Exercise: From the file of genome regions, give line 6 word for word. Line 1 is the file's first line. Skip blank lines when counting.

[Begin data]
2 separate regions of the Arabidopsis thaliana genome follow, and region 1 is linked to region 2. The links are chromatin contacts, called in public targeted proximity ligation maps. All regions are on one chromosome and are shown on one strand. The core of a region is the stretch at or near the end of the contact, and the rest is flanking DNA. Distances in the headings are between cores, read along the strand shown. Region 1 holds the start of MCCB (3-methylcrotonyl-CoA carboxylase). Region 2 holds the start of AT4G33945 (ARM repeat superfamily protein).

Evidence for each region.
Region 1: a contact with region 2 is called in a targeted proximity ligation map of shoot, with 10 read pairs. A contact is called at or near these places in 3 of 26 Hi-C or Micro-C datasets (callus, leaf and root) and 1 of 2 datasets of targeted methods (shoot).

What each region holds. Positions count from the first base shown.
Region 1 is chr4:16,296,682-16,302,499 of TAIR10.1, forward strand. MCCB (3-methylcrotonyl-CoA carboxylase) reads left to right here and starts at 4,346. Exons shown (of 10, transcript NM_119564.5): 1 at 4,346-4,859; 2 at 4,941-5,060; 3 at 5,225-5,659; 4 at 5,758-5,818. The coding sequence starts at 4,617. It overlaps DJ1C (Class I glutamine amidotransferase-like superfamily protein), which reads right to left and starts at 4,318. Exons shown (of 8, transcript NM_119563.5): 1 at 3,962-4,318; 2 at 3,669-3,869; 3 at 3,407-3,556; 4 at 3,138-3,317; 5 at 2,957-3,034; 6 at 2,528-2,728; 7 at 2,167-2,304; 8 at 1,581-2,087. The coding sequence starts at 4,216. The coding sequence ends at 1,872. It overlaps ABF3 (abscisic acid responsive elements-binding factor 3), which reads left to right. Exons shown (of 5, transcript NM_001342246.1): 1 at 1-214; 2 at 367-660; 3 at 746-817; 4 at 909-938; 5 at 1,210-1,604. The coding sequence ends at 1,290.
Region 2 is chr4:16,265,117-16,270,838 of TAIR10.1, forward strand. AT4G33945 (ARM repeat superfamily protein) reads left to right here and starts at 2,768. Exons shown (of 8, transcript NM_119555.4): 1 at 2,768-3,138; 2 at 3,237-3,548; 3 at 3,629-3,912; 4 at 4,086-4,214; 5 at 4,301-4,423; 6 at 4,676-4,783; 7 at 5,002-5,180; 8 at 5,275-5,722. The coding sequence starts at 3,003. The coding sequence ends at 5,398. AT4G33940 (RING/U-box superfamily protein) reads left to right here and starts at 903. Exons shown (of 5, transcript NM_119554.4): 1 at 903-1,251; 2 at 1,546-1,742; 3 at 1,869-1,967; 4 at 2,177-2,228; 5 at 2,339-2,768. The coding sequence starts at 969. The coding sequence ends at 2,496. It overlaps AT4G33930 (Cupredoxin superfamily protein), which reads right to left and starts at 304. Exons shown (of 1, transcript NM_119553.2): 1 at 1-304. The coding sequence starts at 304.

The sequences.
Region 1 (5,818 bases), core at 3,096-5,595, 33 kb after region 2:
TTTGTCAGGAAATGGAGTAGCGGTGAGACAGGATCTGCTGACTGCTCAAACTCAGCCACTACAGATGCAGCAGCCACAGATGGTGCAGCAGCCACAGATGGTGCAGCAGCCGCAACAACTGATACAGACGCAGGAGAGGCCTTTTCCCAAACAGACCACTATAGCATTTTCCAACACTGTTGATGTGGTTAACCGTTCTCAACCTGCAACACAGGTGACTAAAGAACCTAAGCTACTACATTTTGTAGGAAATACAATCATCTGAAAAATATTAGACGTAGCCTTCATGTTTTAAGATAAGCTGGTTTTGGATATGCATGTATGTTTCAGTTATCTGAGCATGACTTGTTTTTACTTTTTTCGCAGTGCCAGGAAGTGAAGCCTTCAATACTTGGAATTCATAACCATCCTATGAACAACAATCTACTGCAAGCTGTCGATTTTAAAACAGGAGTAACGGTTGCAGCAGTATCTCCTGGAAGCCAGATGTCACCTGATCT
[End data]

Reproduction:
Region 2 is chr4:16,265,117-16,270,838 of TAIR10.1, forward strand. AT4G33945 (ARM repeat superfamily protein) reads left to right here and starts at 2,768. Exons shown (of 8, transcript NM_119555.4): 1 at 2,768-3,138; 2 at 3,237-3,548; 3 at 3,629-3,912; 4 at 4,086-4,214; 5 at 4,301-4,423; 6 at 4,676-4,783; 7 at 5,002-5,180; 8 at 5,275-5,722. The coding sequence starts at 3,003. The coding sequence ends at 5,398. AT4G33940 (RING/U-box superfamily protein) reads left to right here and starts at 903. Exons shown (of 5, transcript NM_119554.4): 1 at 903-1,251; 2 at 1,546-1,742; 3 at 1,869-1,967; 4 at 2,177-2,228; 5 at 2,339-2,768. The coding sequence starts at 969. The coding sequence ends at 2,496. It overlaps AT4G33930 (Cupredoxin superfamily protein), which reads right to left and starts at 304. Exons shown (of 1, transcript NM_119553.2): 1 at 1-304. The coding sequence starts at 304.